Visiting the sun
Ah, that big bright ball of fire in the sky, the one that makes our skin brown, our hair lighter, our mood lift, and all our cares melt away. You’d think that all those positive statements would mean there can’t possibly be a downside, wouldn’t you?
Whilst the sun is a wonderful thing, obviously we need it to live, it also has many a downside, and when we’re on holiday, we tend to forget these negatives and end up at best, a bit red, and at worst, very ill.
Being stressed out and over-tired before you travel is a fast-track way to make bad decisions and be low on the immune system. Stock up on sleep, relax, and stay organised pre-holiday and your mind will be in a better place whilst you’re there. How can you do this? Well I always find list writing helps me out, and being as up to date on anything to do with my travel plans as possible. I always check my flight times regularly before I travel, and this gives me real time information, such as terminal etc. If you know what you’re dealing with, then stressful situations become less of a trauma.
Once you’re on holiday, obviously you’re going to have a few late nights, but building on a rested foundation prior to going away will help. When it comes to that ball of fire we were talking about earlier however, there are a few things you need to pay attention to.
Think SPF. Don’t be tempted to go for the lowest possible strength because you think that will give you the best tan. This is a very common misconception, because you’ll basically just burn. Start high, apply regularly, especially after being in the water, and gradually lower your SPF if you feel the need. Personally I’d stay high, it’s better to be safe than sorry.
Wear a hat. Whether you’re a hat person or not, find one to suit you and leave it on your head! Sunstroke is very unpleasant, and the side effects of it will ruin your holiday if you let them.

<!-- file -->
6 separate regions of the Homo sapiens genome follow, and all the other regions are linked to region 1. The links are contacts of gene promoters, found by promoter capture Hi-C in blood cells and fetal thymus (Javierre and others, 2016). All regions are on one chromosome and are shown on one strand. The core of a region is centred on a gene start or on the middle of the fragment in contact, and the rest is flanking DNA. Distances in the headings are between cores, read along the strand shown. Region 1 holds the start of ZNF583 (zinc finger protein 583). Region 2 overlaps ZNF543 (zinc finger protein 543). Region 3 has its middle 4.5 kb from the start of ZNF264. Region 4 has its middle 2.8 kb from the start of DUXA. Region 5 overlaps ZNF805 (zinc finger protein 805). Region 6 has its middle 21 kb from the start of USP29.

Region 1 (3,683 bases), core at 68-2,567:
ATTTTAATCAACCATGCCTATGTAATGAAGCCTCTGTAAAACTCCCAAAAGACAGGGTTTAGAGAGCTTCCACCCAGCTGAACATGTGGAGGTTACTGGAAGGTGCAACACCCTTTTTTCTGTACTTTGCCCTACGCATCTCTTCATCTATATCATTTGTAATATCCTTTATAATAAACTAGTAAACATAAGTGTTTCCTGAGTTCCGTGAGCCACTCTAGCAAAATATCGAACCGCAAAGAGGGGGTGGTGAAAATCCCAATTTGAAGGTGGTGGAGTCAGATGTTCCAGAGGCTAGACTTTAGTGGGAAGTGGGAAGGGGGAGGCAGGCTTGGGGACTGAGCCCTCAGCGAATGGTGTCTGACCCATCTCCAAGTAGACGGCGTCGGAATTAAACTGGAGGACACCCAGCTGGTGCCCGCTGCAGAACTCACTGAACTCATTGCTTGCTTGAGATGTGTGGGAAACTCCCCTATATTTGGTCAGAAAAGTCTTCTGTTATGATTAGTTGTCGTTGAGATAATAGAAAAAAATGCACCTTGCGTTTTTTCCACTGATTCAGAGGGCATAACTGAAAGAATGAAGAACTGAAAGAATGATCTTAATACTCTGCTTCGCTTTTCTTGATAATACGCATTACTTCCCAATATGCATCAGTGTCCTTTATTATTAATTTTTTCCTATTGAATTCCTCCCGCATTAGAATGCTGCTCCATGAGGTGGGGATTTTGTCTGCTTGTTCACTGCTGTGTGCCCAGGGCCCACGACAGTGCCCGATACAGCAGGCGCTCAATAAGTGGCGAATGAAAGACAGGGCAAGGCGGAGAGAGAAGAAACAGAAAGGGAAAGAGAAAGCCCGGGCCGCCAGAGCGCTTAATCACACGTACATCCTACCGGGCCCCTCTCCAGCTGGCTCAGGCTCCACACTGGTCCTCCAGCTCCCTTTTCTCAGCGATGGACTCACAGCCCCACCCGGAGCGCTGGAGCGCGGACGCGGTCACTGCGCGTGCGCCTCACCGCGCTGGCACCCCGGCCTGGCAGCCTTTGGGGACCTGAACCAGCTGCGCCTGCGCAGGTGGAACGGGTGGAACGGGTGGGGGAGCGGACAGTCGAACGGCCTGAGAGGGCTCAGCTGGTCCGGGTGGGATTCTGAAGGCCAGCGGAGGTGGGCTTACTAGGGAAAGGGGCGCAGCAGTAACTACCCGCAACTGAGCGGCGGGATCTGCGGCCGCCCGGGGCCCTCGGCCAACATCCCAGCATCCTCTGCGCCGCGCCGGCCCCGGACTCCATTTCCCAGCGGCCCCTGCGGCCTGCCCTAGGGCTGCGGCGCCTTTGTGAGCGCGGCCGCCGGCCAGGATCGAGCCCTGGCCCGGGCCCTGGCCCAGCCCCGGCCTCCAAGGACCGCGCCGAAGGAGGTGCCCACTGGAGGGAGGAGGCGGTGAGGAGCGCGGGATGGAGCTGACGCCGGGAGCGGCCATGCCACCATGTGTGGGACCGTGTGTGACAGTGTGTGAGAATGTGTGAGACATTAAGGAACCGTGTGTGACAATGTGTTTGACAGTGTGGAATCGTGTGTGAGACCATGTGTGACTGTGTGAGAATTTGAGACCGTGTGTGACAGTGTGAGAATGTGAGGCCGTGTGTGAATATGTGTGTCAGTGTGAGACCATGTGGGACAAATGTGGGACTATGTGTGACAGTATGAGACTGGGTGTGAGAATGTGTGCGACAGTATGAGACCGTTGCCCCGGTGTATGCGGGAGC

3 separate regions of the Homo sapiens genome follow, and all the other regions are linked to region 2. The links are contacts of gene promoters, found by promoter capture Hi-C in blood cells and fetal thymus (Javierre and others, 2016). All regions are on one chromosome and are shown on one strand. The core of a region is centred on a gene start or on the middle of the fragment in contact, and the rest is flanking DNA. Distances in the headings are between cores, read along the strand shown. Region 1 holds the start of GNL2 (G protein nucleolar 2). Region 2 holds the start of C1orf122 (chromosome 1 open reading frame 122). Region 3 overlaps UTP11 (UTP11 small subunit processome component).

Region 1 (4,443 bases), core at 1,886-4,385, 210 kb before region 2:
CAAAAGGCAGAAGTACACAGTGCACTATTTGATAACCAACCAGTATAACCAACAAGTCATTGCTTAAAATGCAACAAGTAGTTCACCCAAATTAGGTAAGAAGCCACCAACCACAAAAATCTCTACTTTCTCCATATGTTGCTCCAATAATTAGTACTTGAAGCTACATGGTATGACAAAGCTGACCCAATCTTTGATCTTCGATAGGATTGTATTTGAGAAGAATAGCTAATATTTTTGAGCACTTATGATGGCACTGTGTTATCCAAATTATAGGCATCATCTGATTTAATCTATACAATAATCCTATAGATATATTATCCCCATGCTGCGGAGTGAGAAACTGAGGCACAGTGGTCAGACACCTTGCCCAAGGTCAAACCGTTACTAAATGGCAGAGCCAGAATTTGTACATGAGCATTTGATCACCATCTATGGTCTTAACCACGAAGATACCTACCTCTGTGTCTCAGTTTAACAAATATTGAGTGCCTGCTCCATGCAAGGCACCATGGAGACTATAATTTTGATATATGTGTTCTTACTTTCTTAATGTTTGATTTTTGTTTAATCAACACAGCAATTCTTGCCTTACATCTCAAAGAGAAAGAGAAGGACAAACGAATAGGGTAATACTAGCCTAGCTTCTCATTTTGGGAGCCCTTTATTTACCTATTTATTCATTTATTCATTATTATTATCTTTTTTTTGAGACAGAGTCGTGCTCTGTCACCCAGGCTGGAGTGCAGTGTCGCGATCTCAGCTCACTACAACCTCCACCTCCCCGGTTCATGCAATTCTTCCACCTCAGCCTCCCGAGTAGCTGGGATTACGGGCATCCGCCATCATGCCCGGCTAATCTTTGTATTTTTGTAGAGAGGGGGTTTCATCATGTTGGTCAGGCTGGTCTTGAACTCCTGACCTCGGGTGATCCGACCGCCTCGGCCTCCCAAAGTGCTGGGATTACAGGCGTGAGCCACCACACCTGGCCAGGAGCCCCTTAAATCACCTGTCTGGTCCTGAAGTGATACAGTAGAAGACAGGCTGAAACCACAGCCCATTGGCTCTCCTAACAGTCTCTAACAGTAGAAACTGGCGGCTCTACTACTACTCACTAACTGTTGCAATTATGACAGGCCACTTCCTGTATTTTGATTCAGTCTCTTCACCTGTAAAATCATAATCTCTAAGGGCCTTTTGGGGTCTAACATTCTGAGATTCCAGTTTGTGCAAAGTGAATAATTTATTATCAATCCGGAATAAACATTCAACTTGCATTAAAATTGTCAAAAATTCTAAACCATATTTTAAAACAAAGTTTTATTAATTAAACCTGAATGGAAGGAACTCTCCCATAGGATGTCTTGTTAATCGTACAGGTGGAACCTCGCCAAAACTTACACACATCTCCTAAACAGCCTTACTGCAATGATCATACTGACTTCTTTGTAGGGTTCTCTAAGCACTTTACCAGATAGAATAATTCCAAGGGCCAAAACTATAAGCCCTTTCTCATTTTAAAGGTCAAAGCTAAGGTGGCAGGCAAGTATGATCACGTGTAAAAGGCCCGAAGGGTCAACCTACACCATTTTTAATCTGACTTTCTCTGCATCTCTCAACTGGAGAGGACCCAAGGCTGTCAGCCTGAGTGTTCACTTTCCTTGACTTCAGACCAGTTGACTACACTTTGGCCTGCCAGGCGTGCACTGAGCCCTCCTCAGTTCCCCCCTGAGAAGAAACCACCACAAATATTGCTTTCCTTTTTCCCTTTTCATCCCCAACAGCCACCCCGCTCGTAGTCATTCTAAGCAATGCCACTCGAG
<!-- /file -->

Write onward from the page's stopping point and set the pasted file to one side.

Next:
Drink water, avoid alcohol. During the day, glug that water and avoid cocktails or beer, simply save those for night time. The sun and heat dehydrates you, and alcohol will do the same, so drinking water makes much more sense
Avoid peak sun hours. The Spanish have a siesta for a very good reason; it’s nothing to do with laziness, and everything to do with common sense where the sun and heat is concerned! Avoiding peak sun hours, from around 1pm to 4pm, will mean you have much less chance of ending up ill through burning, sun stroke and the aforementioned dehydration problems. You will also be much more rested for your evening if you have a cat nap in the afternoon. Having said that, if you don’t want to sleep your day away, then sitting in the shade with a book, preferably in air conditioning, does exactly the same thing.
Double everything up for boat trips. When you’re out on the open water you will burn much quicker than you would on land. Basically slap the sun cream on more often, use a higher SPF, always wear a hat, seek shade often, and drink more water.
The sun is a wonderful thing, and if you bear in mind these safety tips, you should have an uneventful time visiting it.
#This article is written by our partners who is helping me travel further and better.